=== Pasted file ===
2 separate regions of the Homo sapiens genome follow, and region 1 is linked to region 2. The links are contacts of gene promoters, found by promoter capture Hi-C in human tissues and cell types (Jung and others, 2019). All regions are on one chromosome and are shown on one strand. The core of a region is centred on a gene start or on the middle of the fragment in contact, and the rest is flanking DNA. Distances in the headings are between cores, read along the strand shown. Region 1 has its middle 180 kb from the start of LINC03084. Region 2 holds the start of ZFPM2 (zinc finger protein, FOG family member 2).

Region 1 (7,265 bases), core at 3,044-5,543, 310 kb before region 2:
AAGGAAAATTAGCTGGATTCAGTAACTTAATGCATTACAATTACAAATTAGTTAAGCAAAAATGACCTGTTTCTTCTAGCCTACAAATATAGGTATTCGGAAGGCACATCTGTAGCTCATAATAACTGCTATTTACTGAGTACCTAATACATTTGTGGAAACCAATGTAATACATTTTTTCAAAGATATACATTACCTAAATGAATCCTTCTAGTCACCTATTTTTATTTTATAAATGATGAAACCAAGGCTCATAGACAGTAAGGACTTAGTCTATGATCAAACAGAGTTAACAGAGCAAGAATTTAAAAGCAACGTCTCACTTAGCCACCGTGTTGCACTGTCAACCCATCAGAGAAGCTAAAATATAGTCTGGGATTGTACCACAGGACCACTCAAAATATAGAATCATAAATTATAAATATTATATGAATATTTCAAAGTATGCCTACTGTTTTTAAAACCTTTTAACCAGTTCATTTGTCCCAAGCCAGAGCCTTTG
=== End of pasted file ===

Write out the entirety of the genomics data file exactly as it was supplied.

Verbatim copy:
2 separate regions of the Homo sapiens genome follow, and region 1 is linked to region 2. The links are contacts of gene promoters, found by promoter capture Hi-C in human tissues and cell types (Jung and others, 2019). All regions are on one chromosome and are shown on one strand. The core of a region is centred on a gene start or on the middle of the fragment in contact, and the rest is flanking DNA. Distances in the headings are between cores, read along the strand shown. Region 1 has its middle 180 kb from the start of LINC03084. Region 2 holds the start of ZFPM2 (zinc finger protein, FOG family member 2).

Region 1 (7,265 bases), core at 3,044-5,543, 310 kb before region 2:
AAGGAAAATTAGCTGGATTCAGTAACTTAATGCATTACAATTACAAATTAGTTAAGCAAAAATGACCTGTTTCTTCTAGCCTACAAATATAGGTATTCGGAAGGCACATCTGTAGCTCATAATAACTGCTATTTACTGAGTACCTAATACATTTGTGGAAACCAATGTAATACATTTTTTCAAAGATATACATTACCTAAATGAATCCTTCTAGTCACCTATTTTTATTTTATAAATGATGAAACCAAGGCTCATAGACAGTAAGGACTTAGTCTATGATCAAACAGAGTTAACAGAGCAAGAATTTAAAAGCAACGTCTCACTTAGCCACCGTGTTGCACTGTCAACCCATCAGAGAAGCTAAAATATAGTCTGGGATTGTACCACAGGACCACTCAAAATATAGAATCATAAATTATAAATATTATATGAATATTTCAAAGTATGCCTACTGTTTTTAAAACCTTTTAACCAGTTCATTTGTCCCAAGCCAGAGCCTTTG